Making the case for an International Decade of Radiocarbon

Timothy I. Eglinton, Heather D. Graven, Peter A. Raymond, Susan E. Trumbore, Lihini Aluwihare, Edouard Bard, Sourish Basu, Pierre Friedlingstein, Samuel Hammer, Joanna Lester, Jonathan Sanderman, Edward A.G. Schuur, Carlos A. Sierra, Hans Arno Synal, Jocelyn C. Turnbull, Lukas Wacker

Research output: Contribution to journalArticlepeer-review

2 Scopus citations

Abstract

Radiocarbon (14 C) is a critical tool for understanding the global carbon cycle. During the Anthropocene, two new processes influenced 14 C in atmospheric, land and ocean carbon reservoirs. First, 14 C-free carbon derived from fossil fuel burning has diluted 14 C, at rates that have accelerated with time. Second, 'bomb' 14 C produced by atmospheric nuclear weapon tests in the mid-twentieth century provided a global isotope tracer that is used to constrain rates of air-sea gas exchange, carbon turnover, large-scale atmospheric and ocean transport, and other key C cycle processes. As we write, the 14 C/ 12 C ratio of atmospheric CO 2 is dropping below pre-industrial levels, and the rate of decline in the future will depend on global fossil fuel use and net exchange of bomb 14 C between the atmosphere, ocean and land. This milestone coincides with a rapid increase in 14 C measurement capacity worldwide. Leveraging future 14 C measurements to understand processes and test models requires coordinated international effort - a 'decade of radiocarbon' with multiple goals: (i) filling observational gaps using archives, (ii) building and sustaining observation networks to increase measurement density across carbon reservoirs, (iii) developing databases, synthesis and modelling tools and (iv) establishing metrics for identifying and verifying changes in carbon sources and sinks. This article is part of the Theo Murphy meeting issue 'Radiocarbon in the Anthropocene'.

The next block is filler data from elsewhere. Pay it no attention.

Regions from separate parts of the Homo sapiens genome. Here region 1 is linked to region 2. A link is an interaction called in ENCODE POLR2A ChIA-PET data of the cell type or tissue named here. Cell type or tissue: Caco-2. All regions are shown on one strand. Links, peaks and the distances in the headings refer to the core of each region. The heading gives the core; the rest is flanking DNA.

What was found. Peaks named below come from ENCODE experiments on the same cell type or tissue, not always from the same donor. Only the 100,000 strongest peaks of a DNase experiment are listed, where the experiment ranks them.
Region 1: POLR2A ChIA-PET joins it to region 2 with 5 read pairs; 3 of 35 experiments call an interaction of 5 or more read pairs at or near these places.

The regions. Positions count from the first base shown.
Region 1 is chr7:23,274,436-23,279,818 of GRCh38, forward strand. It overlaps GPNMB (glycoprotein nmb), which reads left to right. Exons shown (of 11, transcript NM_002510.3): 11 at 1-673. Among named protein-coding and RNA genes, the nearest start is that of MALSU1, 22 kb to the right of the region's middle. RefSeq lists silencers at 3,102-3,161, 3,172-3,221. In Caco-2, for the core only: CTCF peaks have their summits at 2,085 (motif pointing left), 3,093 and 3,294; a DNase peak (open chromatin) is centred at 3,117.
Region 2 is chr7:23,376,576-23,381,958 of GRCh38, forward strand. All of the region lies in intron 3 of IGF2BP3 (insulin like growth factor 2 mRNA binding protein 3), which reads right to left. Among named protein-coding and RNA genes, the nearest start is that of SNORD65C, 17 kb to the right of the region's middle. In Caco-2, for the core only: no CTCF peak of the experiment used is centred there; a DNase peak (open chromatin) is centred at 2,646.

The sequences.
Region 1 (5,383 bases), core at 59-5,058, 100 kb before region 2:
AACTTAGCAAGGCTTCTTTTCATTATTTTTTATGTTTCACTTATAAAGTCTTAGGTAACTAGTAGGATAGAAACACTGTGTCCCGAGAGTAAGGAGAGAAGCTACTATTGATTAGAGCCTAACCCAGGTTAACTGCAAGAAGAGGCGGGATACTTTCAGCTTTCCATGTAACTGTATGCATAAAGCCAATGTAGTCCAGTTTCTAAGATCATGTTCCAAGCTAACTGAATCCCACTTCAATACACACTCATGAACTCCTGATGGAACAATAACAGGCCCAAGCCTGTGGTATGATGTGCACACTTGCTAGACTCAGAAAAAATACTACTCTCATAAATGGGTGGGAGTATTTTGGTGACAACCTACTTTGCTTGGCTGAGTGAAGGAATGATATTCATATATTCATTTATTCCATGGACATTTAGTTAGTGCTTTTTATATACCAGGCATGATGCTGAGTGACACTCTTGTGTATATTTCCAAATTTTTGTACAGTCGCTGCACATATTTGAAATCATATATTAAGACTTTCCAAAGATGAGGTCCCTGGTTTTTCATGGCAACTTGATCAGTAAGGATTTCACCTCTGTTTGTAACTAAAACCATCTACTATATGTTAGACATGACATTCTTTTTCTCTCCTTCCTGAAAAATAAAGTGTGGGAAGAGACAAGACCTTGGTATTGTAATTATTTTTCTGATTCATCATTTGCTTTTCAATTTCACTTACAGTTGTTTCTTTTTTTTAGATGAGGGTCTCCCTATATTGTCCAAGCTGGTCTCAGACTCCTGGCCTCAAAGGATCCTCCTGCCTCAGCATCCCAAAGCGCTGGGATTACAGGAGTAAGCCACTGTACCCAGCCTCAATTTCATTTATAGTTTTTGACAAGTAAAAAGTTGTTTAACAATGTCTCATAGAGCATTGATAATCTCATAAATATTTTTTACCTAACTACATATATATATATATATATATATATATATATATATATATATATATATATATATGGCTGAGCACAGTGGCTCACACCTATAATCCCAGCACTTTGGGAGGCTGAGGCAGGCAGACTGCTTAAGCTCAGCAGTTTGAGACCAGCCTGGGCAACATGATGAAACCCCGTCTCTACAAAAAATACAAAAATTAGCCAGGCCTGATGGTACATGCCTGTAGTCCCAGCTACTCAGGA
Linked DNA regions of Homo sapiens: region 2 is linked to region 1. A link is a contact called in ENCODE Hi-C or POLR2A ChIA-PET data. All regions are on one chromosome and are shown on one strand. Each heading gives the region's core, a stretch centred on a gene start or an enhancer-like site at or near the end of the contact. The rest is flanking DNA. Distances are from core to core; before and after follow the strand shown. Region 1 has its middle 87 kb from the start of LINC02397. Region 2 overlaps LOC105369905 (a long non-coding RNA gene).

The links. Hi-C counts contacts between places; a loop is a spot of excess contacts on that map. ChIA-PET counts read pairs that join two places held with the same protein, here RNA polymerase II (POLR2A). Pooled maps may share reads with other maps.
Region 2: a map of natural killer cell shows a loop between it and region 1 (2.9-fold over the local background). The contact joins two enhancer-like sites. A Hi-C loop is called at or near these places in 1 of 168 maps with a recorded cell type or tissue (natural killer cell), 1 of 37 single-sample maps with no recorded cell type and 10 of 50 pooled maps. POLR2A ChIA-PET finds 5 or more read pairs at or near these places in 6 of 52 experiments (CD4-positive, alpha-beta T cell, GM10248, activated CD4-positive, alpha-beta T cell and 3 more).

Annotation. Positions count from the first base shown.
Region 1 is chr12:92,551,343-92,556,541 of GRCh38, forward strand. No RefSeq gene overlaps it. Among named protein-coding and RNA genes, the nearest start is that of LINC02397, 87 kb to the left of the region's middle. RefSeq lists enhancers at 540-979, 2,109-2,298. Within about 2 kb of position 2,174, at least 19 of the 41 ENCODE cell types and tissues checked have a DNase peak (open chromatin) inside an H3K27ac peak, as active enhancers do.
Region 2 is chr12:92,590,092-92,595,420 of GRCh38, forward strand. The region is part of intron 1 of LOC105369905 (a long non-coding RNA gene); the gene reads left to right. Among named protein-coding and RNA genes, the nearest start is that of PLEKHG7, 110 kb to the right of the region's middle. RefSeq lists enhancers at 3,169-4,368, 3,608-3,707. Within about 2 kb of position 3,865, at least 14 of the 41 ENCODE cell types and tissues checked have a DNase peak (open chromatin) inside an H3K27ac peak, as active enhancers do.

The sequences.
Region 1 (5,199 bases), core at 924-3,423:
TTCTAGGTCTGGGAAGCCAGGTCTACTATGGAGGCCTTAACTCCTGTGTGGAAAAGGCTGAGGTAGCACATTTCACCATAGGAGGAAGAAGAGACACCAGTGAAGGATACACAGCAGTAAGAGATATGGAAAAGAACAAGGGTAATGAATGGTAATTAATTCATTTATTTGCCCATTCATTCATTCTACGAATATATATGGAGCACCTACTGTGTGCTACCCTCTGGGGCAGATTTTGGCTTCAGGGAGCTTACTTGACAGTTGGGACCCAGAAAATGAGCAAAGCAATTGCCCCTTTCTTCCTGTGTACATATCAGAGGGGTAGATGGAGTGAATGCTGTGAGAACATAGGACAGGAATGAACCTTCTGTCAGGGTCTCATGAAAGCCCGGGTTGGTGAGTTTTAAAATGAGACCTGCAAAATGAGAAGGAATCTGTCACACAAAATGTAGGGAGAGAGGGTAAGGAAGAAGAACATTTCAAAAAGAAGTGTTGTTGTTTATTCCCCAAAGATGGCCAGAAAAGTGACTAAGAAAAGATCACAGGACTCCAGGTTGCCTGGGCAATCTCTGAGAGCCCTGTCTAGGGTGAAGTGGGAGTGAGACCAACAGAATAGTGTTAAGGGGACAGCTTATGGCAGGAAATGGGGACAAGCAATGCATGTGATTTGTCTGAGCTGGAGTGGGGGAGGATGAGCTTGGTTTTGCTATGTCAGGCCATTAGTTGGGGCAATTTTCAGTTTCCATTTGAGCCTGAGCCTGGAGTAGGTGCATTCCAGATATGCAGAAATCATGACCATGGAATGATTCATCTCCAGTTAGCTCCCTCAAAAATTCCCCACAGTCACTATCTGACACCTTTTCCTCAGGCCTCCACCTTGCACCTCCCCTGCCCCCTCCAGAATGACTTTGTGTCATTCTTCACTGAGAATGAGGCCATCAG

Original languageEnglish (US)
Article number20230081
JournalPhilosophical Transactions of the Royal Society A: Mathematical, Physical and Engineering Sciences
Volume381
Issue number2261
DOIs
StatePublished - Nov 27 2023

Keywords

  • Anthropocene
  • bomb 14 C
  • carbon cycle
  • climate change
  • fossil fuels
  • radiocarbon (14 C)

ASJC Scopus subject areas

  • General Mathematics
  • General Engineering
  • General Physics and Astronomy

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